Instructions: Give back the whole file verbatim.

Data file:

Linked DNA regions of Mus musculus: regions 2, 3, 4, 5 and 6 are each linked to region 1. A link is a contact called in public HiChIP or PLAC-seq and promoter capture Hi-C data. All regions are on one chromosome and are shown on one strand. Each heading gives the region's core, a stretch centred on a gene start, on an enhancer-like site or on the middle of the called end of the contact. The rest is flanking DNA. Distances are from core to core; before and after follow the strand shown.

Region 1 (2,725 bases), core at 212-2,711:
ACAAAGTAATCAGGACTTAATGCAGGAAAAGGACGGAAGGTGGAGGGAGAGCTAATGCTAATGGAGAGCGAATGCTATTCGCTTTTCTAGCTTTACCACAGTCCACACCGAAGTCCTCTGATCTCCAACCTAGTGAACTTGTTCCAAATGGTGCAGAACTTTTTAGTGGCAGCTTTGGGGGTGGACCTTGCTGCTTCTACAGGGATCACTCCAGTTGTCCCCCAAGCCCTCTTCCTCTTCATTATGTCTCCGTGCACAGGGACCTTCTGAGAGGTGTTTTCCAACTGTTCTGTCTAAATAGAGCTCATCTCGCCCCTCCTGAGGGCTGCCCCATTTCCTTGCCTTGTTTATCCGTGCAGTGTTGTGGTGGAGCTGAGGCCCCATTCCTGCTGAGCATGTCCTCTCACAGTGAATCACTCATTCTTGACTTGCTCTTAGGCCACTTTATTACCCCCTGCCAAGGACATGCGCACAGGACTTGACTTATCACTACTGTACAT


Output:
Linked DNA regions of Mus musculus: regions 2, 3, 4, 5 and 6 are each linked to region 1. A link is a contact called in public HiChIP or PLAC-seq and promoter capture Hi-C data. All regions are on one chromosome and are shown on one strand. Each heading gives the region's core, a stretch centred on a gene start, on an enhancer-like site or on the middle of the called end of the contact. The rest is flanking DNA. Distances are from core to core; before and after follow the strand shown.

Region 1 (2,725 bases), core at 212-2,711:
ACAAAGTAATCAGGACTTAATGCAGGAAAAGGACGGAAGGTGGAGGGAGAGCTAATGCTAATGGAGAGCGAATGCTATTCGCTTTTCTAGCTTTACCACAGTCCACACCGAAGTCCTCTGATCTCCAACCTAGTGAACTTGTTCCAAATGGTGCAGAACTTTTTAGTGGCAGCTTTGGGGGTGGACCTTGCTGCTTCTACAGGGATCACTCCAGTTGTCCCCCAAGCCCTCTTCCTCTTCATTATGTCTCCGTGCACAGGGACCTTCTGAGAGGTGTTTTCCAACTGTTCTGTCTAAATAGAGCTCATCTCGCCCCTCCTGAGGGCTGCCCCATTTCCTTGCCTTGTTTATCCGTGCAGTGTTGTGGTGGAGCTGAGGCCCCATTCCTGCTGAGCATGTCCTCTCACAGTGAATCACTCATTCTTGACTTGCTCTTAGGCCACTTTATTACCCCCTGCCAAGGACATGCGCACAGGACTTGACTTATCACTACTGTACAT